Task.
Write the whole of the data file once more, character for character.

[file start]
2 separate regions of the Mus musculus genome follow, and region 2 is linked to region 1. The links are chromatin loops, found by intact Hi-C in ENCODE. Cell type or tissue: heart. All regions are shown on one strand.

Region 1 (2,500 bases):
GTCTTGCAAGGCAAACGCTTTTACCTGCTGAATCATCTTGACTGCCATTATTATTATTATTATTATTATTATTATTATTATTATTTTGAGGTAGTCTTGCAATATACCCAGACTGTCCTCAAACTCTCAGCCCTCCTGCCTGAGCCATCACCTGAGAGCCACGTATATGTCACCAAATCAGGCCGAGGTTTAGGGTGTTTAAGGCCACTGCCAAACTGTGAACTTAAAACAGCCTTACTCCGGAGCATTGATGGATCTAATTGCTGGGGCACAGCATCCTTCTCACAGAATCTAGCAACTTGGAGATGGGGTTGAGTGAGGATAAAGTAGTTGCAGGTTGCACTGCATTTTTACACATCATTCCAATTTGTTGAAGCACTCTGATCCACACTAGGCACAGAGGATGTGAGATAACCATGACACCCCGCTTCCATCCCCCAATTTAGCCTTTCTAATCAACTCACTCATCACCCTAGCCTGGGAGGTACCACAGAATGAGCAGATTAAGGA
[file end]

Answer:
2 separate regions of the Mus musculus genome follow, and region 2 is linked to region 1. The links are chromatin loops, found by intact Hi-C in ENCODE. Cell type or tissue: heart. All regions are shown on one strand.

Region 1 (2,500 bases):
GTCTTGCAAGGCAAACGCTTTTACCTGCTGAATCATCTTGACTGCCATTATTATTATTATTATTATTATTATTATTATTATTATTTTGAGGTAGTCTTGCAATATACCCAGACTGTCCTCAAACTCTCAGCCCTCCTGCCTGAGCCATCACCTGAGAGCCACGTATATGTCACCAAATCAGGCCGAGGTTTAGGGTGTTTAAGGCCACTGCCAAACTGTGAACTTAAAACAGCCTTACTCCGGAGCATTGATGGATCTAATTGCTGGGGCACAGCATCCTTCTCACAGAATCTAGCAACTTGGAGATGGGGTTGAGTGAGGATAAAGTAGTTGCAGGTTGCACTGCATTTTTACACATCATTCCAATTTGTTGAAGCACTCTGATCCACACTAGGCACAGAGGATGTGAGATAACCATGACACCCCGCTTCCATCCCCCAATTTAGCCTTTCTAATCAACTCACTCATCACCCTAGCCTGGGAGGTACCACAGAATGAGCAGATTAAGGA